I don’t often post about gear. In fact, I can’t remember the last time I posted about a piece of a equipment – if you know me at all, you know I really don’t care about this camera or that camera, or one new lens over another, this that and the other thing, blah blah blah… I generally use old cameras, old lenses, and other pieces of old junk, beat them into submission, and replace them when they start to fall apart. I would much rather spend my money on a trip to someplace I’ve never been, or buy a fuzzy sweater, or pay a kid to eat a worm, than spend my money on new junk I don’t really need. Also, one of my hobbies is to make fun of shitty photographers who buy really expensive cameras and lenses and then complain when they still can’t make nice images. Call me crazy.
Anyway, that’s neither here nor there. Today, I’m breaking with convention and posting about gear, mostly because this piece of gear actually helps me get on with my day-to-day job of taking photos.
This brings me to HoldFast. HoldFast makes the best camera strap I’ve ever used – hands down. I’ve used a bunch, but not because I like collecting straps; more because I’ve been trying for a long time to find a strap that doesn’t make my back ache at the end of the day. I’ thought I found a strap that would serve me well in the long run when I picked up a couple of Black Rapid straps in Hong Kong last year… but after a week or two with it flung across my shoulders, I was aching all over again.
Check out the back – see those little tabs there? That’s where you hook your motocycle jacket when you’re not wearing it.
Enter the Money Maker.
This is HoldFast’s flagship harness, perfect for photographers who need to carry two cameras in the field, but just as easy to use with one (they also come with an attachment to strap a third camera to your chest. Insane). After using this thing for a few months I’ve found that my back has ached less and less – even if I end up carrying a small satchel with lenses along. The weight of my gear is distributed evenly across my shoulders and my back, so it doesn’t pull me down to one side like the Black Rapid does. It doesn’t get in the way if I have to wear a backpack either – which is another piece of kit the fine folks at HoldFast tell me they’re developing for this year.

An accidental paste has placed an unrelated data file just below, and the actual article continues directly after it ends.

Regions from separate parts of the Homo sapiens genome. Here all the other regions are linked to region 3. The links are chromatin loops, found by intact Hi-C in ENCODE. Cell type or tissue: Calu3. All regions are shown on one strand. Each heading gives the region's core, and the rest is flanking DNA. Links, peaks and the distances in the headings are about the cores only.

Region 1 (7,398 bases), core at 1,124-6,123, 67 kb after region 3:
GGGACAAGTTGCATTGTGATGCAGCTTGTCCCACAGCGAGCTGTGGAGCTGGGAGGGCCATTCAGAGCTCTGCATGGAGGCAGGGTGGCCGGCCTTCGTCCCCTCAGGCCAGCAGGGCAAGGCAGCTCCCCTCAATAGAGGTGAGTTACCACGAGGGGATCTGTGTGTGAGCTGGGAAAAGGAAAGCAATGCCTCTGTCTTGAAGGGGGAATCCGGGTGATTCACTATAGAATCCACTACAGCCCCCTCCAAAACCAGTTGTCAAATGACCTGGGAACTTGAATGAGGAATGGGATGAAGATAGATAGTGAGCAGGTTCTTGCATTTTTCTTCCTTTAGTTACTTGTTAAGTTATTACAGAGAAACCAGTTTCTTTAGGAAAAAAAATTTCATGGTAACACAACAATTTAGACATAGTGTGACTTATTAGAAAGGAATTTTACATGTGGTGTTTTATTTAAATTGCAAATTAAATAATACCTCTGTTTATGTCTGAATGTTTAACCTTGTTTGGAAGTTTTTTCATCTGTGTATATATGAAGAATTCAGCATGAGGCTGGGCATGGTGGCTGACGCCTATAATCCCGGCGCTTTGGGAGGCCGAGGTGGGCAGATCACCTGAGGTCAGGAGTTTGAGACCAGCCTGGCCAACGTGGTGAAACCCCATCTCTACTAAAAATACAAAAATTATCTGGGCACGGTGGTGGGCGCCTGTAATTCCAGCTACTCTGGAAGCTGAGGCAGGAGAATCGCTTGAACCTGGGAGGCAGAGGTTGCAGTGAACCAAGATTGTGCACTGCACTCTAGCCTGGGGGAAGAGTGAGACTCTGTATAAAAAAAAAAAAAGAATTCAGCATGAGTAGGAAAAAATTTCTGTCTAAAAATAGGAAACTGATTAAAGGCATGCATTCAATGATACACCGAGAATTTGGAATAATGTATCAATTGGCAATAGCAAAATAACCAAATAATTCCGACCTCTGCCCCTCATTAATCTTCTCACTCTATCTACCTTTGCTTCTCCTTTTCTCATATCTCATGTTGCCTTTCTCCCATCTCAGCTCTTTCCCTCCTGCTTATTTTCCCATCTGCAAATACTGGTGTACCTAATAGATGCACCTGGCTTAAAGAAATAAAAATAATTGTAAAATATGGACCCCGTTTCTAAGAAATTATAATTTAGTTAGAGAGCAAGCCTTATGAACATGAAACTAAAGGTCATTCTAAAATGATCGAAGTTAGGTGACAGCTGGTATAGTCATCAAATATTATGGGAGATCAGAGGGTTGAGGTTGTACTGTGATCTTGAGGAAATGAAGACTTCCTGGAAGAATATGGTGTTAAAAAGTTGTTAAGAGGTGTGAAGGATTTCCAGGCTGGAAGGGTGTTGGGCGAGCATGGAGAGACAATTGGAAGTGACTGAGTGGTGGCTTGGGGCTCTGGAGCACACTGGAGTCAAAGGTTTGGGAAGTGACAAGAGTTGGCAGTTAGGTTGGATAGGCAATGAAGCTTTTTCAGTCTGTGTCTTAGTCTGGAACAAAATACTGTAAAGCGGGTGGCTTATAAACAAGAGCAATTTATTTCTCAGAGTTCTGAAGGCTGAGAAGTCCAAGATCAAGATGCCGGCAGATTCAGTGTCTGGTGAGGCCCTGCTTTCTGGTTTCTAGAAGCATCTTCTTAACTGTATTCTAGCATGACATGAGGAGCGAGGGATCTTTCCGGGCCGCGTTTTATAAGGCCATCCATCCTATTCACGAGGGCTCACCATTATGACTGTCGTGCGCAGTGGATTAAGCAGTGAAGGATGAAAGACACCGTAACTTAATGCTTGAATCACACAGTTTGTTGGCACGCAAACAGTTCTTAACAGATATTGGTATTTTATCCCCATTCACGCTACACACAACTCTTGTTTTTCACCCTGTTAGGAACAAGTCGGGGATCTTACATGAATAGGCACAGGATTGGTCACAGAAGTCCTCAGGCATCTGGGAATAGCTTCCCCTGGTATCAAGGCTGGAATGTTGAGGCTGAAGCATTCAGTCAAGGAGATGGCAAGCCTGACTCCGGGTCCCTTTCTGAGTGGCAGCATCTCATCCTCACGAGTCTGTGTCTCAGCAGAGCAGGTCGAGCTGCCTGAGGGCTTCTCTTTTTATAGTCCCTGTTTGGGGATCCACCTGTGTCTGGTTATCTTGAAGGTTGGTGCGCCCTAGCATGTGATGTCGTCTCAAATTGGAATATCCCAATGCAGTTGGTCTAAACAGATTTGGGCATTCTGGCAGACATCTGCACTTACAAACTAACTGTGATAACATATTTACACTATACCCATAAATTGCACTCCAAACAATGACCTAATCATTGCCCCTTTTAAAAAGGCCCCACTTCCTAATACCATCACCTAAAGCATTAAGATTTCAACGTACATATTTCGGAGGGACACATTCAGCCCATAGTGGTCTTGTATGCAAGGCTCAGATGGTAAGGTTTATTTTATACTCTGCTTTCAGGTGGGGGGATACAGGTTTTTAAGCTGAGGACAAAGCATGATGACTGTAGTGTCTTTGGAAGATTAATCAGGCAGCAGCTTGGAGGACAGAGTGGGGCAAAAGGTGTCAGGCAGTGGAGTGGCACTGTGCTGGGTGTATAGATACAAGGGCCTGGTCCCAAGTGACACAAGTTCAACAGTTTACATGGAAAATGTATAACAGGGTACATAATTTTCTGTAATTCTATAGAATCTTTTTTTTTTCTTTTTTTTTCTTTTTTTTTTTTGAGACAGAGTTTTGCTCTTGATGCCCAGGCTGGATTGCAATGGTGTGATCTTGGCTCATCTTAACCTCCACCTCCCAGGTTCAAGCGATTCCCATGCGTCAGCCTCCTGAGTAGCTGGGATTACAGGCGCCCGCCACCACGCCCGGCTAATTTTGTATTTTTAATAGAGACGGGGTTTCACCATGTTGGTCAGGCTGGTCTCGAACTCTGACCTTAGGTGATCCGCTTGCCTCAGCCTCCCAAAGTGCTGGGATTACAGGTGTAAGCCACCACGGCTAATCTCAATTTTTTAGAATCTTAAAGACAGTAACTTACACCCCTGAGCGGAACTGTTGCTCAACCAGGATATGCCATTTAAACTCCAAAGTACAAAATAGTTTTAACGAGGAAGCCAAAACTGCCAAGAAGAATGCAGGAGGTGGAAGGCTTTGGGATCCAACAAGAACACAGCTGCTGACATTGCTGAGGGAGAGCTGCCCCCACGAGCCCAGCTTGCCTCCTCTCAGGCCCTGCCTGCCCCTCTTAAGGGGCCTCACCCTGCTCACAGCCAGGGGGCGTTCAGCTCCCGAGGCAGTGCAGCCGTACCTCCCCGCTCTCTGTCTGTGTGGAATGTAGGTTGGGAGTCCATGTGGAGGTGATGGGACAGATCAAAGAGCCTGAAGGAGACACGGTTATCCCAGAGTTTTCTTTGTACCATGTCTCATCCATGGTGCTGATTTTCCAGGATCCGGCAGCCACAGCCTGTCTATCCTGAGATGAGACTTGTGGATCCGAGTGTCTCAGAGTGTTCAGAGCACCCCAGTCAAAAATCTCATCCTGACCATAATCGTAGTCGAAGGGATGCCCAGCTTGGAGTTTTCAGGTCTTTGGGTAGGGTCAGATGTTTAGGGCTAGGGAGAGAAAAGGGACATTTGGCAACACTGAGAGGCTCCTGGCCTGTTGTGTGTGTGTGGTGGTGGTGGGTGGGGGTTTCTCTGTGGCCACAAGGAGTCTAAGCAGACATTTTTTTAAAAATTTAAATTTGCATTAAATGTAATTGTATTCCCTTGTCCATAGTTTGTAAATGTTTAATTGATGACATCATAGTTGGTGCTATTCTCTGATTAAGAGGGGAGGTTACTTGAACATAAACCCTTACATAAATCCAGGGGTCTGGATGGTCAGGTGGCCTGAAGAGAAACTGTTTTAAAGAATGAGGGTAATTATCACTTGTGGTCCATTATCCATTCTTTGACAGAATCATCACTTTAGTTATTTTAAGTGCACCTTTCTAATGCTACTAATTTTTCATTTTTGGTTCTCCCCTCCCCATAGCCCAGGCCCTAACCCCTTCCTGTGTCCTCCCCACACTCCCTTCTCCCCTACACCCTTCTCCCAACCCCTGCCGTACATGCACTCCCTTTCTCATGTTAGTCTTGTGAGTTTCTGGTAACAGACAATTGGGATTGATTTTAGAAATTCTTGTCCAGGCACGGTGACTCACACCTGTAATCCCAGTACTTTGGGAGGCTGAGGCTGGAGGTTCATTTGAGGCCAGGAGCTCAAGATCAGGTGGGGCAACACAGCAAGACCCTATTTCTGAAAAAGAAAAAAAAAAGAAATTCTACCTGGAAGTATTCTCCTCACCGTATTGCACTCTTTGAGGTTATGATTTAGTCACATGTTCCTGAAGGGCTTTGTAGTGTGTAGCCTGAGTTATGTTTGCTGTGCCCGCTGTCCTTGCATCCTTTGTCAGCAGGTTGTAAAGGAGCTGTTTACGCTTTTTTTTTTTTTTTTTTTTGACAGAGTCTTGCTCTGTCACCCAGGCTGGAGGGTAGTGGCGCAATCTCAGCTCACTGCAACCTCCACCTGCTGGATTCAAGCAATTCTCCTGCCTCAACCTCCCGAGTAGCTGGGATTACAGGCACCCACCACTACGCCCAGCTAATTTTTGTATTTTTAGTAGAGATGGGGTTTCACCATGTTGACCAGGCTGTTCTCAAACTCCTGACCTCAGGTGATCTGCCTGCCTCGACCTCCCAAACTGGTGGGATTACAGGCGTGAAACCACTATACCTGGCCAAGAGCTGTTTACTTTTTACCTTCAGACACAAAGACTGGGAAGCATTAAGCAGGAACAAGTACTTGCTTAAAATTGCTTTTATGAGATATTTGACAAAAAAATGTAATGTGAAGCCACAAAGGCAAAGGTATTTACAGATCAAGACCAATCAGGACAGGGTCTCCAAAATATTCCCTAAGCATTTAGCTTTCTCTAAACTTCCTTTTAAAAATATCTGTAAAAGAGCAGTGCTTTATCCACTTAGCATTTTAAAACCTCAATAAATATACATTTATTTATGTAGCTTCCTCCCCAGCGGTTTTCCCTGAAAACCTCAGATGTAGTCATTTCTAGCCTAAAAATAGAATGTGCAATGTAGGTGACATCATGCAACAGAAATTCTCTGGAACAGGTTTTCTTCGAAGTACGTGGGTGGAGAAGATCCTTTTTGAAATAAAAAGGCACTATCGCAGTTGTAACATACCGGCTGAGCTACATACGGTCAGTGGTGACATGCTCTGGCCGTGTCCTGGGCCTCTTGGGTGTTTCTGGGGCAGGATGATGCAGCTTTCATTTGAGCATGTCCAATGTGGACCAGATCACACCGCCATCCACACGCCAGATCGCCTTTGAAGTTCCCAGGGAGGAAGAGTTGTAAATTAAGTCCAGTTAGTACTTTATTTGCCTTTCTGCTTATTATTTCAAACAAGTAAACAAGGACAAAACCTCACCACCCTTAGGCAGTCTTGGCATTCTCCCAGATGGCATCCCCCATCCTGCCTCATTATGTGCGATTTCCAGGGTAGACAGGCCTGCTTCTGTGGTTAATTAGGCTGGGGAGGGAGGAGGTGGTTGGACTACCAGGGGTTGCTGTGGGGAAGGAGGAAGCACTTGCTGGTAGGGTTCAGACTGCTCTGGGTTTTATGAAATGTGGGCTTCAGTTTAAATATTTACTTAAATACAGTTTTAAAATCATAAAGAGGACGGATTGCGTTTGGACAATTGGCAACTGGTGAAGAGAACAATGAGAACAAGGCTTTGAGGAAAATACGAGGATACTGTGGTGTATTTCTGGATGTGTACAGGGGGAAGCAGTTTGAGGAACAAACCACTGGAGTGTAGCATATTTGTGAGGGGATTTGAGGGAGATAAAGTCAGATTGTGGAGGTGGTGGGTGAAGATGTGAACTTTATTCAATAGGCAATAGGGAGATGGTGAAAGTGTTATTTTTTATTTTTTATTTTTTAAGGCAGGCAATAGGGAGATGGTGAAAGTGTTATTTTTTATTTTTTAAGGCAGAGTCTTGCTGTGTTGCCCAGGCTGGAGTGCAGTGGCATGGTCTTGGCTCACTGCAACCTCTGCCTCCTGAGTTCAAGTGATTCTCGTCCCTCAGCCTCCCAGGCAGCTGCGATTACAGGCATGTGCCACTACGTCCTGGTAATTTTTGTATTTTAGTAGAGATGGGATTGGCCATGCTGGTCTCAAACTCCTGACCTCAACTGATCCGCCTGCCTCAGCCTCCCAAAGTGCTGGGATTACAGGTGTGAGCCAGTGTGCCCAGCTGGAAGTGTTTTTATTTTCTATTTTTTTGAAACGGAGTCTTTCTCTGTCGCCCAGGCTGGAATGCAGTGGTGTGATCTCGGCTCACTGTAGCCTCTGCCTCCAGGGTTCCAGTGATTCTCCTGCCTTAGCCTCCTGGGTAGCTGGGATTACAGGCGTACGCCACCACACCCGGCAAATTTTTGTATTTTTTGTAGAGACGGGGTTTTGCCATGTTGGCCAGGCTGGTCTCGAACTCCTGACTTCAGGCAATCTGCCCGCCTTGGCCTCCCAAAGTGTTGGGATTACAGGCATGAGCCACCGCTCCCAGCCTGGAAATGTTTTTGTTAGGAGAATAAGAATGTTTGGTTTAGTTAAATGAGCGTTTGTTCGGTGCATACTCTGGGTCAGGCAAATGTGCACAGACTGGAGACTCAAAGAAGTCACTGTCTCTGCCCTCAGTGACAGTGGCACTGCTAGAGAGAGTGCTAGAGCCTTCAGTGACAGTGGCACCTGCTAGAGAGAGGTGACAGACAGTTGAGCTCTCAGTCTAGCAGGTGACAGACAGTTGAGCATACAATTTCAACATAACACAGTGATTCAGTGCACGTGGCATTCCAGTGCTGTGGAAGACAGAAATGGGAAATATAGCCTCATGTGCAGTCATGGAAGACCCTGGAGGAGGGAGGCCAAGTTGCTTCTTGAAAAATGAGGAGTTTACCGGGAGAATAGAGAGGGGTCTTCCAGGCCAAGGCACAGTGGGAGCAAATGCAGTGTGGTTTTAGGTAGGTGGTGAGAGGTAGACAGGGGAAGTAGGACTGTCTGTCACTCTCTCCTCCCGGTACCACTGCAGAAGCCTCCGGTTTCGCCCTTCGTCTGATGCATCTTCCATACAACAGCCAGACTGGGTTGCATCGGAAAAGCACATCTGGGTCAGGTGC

Style is a big part of the package with HoldFast. Each of their pieces is hand-crafted, sleek, and just a little bit funky. Seriously, look at the time that went into boxing this baby up – you don’t get that kind of attention from Adorama or BandH. I felt a little bad cutting the ribbon, but it made me feel better to throw the straw all over the floor.
Anyway, back to style.
I feel as though I need to get dressed up to wear this harness, otherwise I’m doing it a disservice. I can see this being a massive hit with wedding photographers, for whom form is more important than function and presentation/professionalism is everything (don’t pretend like I’ve said something shocking – you know as well as I do that 9 out of 10 self-styled wedding photographers don’t know aperture from the asshole – but that’s a post for another day). Personally, when I’m laid out in a peat bog in Indonesia shooting photos of rice farmers, water buffaloes, and cobras, I’m not so concerned with how I look – but I guess that’s about to change. Maybe I’m going hipster in my old age (kidding – I hate hipsters).
Front view. The cameras don’t swing as much as I thought they might when I’m wearing them – a plus if you’re determined not to destroy your gear. Check my hipster pose.
Check out the ever-expanding line of swag at www.holdfastgear.com
If you’re going to grab the Money Maker or one of the other harnesses, I suggest you pick up the wallet too. That way you can show everyone where you keep your memory cards, shirt buttons (you’ll instantly own four plaid shirts when you buy this harness, and you’ll have no idea where they came from), and tabs from cans of Pabst Blue Ribbon.
This has been less of a review and more about showing some love to a brilliant piece of equipment – one that in the long run actually might make photography more enjoyable.